Wednesday, February 25, 2015

TTAB Test: Which of These Three Section 2(d) Refusals Was/Were Reversed?

At least one of the three Section 2(d) refusals summarized below was reversed, and a least one was affirmed. Can you figure out what happened in each case?  [Answer in first comment]. 

In re James Harris, Serial No. 85918970 (February 23, 2015) [not precedential]. [Section 2(d) refusal THE WASH BOX for "portable vehicle wash water filter" [WASH disclaimed], finding it confusingly similar to the registered mark WASH IN A BOX for "vehicle washing and cleaning equipment, namely, automated pressure washing and pressure rinsing machines and electronic and mechanical controls therefor, all sold as a unit; vehicle washing machines and parts therefor."]

In re World of Wine Events, LLC, Serial No. 86013688 (February 19, 2015) [not precedential]. [Section 2(d) refusal of SAN DIEGO BAY WINE & FOOD FESTIVAL for "arranging, organizing, conducting, and hosting social entertainment events; conducting entertainment exhibitions in the nature of food and wine festivals; consultation in the field of special event planning for social entertainment purposes; entertainment services, namely, wine and food tastings" in view of the registered mark SAN DIEGO BAY for promoting tourism and economic development in the San Diego Bay area.]

In re Sunton Enterprises, Inc., Serial No. 85863532 (February 19, 2015) [not precedential]. [Refusal to register AYLAZZARO for "handbags, luggage and trunks," in view of the registered mark LAZARO for "handbags, briefcases, briefcase-type portfolios and wallets."]

Read comments and post your comment here

TTABlog note: So how did you do?

Text Copyright John L. Welch 2015.


At 6:53 AM, Blogger John L. Welch said...

The first two were reversed, the third affirmed.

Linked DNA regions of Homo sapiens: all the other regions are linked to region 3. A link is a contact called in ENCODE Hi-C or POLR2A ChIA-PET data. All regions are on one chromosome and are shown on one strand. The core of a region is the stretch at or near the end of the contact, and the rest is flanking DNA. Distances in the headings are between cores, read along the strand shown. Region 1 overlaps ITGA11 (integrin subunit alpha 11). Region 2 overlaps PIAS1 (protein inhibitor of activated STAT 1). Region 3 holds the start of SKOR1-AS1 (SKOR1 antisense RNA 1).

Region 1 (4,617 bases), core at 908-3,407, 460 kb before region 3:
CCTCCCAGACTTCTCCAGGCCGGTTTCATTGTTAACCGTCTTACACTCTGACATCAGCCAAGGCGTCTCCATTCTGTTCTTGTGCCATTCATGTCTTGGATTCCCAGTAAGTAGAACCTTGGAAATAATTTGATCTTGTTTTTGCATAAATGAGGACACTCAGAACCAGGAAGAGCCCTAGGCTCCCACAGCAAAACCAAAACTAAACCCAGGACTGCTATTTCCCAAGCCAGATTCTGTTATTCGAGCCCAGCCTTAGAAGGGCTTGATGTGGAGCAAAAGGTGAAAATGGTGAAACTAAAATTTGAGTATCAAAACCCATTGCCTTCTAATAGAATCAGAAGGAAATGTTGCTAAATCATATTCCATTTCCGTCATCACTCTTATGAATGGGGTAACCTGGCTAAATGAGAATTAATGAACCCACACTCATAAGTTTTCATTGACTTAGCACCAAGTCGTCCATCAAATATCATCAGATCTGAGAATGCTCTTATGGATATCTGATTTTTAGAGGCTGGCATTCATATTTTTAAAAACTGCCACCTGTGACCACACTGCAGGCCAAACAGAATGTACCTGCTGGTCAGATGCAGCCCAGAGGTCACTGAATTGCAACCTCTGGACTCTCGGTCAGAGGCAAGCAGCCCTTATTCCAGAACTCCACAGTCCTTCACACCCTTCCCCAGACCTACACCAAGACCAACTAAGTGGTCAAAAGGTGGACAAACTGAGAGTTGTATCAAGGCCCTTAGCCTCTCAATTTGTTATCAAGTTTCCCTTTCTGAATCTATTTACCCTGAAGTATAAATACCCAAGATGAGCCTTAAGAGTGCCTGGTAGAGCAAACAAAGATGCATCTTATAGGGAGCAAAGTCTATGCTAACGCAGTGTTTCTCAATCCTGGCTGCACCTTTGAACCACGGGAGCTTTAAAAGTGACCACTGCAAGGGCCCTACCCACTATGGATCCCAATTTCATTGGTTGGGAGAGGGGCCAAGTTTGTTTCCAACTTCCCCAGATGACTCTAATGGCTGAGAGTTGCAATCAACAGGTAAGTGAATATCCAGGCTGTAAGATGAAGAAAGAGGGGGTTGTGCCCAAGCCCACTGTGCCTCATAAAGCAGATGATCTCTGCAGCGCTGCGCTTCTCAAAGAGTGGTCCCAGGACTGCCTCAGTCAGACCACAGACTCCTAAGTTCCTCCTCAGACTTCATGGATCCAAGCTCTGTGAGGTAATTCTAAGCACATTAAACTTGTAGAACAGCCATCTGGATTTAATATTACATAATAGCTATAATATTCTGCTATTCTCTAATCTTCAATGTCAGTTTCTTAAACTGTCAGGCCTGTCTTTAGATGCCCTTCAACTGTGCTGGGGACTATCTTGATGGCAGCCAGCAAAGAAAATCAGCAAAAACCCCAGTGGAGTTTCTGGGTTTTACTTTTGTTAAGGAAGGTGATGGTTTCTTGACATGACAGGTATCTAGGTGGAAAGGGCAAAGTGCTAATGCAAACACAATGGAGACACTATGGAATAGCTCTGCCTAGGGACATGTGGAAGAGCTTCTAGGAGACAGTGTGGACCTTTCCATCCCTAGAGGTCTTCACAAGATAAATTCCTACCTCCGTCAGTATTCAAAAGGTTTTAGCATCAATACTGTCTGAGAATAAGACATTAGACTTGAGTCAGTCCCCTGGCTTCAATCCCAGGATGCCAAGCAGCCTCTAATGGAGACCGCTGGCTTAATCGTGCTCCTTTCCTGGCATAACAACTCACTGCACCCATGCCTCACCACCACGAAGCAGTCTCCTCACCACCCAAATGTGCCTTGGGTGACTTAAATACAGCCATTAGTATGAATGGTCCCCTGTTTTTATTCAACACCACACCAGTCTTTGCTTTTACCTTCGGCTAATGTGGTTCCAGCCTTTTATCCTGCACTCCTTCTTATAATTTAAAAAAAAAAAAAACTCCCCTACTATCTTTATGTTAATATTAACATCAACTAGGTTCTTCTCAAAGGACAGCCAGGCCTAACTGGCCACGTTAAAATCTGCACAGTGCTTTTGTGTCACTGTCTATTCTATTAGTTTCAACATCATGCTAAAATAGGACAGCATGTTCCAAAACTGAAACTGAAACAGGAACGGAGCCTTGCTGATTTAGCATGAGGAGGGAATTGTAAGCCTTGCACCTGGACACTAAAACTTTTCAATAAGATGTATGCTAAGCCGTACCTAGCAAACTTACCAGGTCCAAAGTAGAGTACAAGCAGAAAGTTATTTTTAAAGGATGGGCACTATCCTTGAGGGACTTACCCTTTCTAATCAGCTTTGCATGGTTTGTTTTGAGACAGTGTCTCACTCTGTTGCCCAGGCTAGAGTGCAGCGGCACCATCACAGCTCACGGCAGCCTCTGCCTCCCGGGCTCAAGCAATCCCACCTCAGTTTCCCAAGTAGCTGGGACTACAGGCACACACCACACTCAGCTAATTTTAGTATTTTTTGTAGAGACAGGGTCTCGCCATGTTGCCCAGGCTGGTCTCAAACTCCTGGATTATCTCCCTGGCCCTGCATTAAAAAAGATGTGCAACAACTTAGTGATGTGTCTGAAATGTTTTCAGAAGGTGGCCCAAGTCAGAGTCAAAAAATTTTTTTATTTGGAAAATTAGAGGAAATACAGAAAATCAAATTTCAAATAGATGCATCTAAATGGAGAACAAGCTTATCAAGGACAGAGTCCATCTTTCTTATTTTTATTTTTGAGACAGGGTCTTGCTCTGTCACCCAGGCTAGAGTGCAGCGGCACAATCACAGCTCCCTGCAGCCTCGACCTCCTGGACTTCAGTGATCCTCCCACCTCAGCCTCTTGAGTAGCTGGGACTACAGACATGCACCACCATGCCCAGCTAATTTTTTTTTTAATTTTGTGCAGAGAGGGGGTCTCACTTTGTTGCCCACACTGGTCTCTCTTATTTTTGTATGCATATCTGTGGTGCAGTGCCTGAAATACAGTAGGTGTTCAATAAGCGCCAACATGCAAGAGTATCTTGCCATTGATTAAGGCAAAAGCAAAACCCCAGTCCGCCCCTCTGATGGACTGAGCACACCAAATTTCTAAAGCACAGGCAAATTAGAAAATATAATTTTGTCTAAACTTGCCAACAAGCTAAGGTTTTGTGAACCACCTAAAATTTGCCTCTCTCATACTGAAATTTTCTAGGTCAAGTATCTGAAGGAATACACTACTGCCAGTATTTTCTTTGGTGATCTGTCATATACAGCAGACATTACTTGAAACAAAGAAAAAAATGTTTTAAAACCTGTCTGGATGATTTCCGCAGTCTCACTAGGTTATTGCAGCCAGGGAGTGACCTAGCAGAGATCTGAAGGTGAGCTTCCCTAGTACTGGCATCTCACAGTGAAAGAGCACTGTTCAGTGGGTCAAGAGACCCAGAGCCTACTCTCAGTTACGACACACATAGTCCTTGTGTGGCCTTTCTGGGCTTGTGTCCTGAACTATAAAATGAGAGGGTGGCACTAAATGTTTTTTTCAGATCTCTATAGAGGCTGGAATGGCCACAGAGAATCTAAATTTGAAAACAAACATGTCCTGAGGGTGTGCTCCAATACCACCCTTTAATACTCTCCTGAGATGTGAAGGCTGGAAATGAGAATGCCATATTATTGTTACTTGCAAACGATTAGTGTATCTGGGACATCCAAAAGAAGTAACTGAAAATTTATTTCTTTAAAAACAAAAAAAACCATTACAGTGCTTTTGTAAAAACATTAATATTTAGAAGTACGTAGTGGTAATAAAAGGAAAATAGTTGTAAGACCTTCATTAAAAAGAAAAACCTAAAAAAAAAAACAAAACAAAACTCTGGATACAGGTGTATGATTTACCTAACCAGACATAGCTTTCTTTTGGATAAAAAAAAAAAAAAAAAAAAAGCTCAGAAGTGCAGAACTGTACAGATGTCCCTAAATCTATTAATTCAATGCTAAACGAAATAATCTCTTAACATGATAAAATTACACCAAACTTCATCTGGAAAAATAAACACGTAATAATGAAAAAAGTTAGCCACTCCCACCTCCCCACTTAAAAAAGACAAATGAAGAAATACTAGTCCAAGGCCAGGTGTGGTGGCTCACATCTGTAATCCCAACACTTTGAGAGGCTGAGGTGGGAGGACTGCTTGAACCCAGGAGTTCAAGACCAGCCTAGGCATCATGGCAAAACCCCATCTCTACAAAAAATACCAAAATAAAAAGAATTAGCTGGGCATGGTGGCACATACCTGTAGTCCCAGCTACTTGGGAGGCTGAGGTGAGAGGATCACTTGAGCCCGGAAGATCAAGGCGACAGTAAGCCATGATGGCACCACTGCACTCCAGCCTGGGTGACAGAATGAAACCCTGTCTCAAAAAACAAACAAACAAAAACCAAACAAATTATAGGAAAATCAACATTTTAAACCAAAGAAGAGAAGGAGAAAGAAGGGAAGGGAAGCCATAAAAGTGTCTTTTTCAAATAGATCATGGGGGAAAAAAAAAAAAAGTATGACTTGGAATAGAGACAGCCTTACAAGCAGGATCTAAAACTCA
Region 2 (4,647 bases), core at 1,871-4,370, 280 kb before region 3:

At 8:38 AM, Blogger RT said...

Well, I'm surprised! I would've gone for the second two.

At 3:28 AM, Blogger jcabb8 said...

I was surprised that the TTAB overturned the refusal in the In re James Harris case. Especially puzzling to me was the board’ emphasis on the fact that most vehicle washing systems do not come with portable water filters. The board cited the that, although many vehicle washing systems have water filters, few, if any, have portable water filters. The Examining Attorney pointed to many vehicle washing systems that included water filters. The other similarities in use between the registrants and applicants products seem more important than whether or not the water filters can move.

The TTAB’s decision in the second case was more persuasive to me than the Harris case.
Because of the weakness of the registrant’s mark, it makes sense that the applicant’s mark would have to be almost identical and identify services that are very closely related. The Examining Attorney’s opinion that, because the applicant promotes its own festivals, its services were closely related to the registrant’s, does not seem to hold weight. Promoting one’s own business is not the same service as the one offered by a company that operates almost as a chamber of commerce for a variety of third party events. I also agreed with the Board’s argument that, because of the weak nature of the marks, the added specificity of “Wine and Food Festival” at the end of the applicant’s mark is enough to distinguish the two marks and limit consumer confusion.

I agree with the affirmation of the registration refusal in the Lazaro case. After looking at the sound, appearance, and meaning of Aylazaro and Lazaro, it is clear that they are extremely similar. When spoken, the words sound almost identical with or without the “ay.” Even with the addition of “ay” and the different number of “z”s, the two words look very similar. The different spelling also does not suggest any differentiation in the meaning between the two words. I also agree with the TTAB when it rejected the applicant’s argument that one third party use of the word “Lazaro” as part of a much longer name describing a handbag means that Lazaro is a word commonly associated with handbags.


Post a Comment

<< Home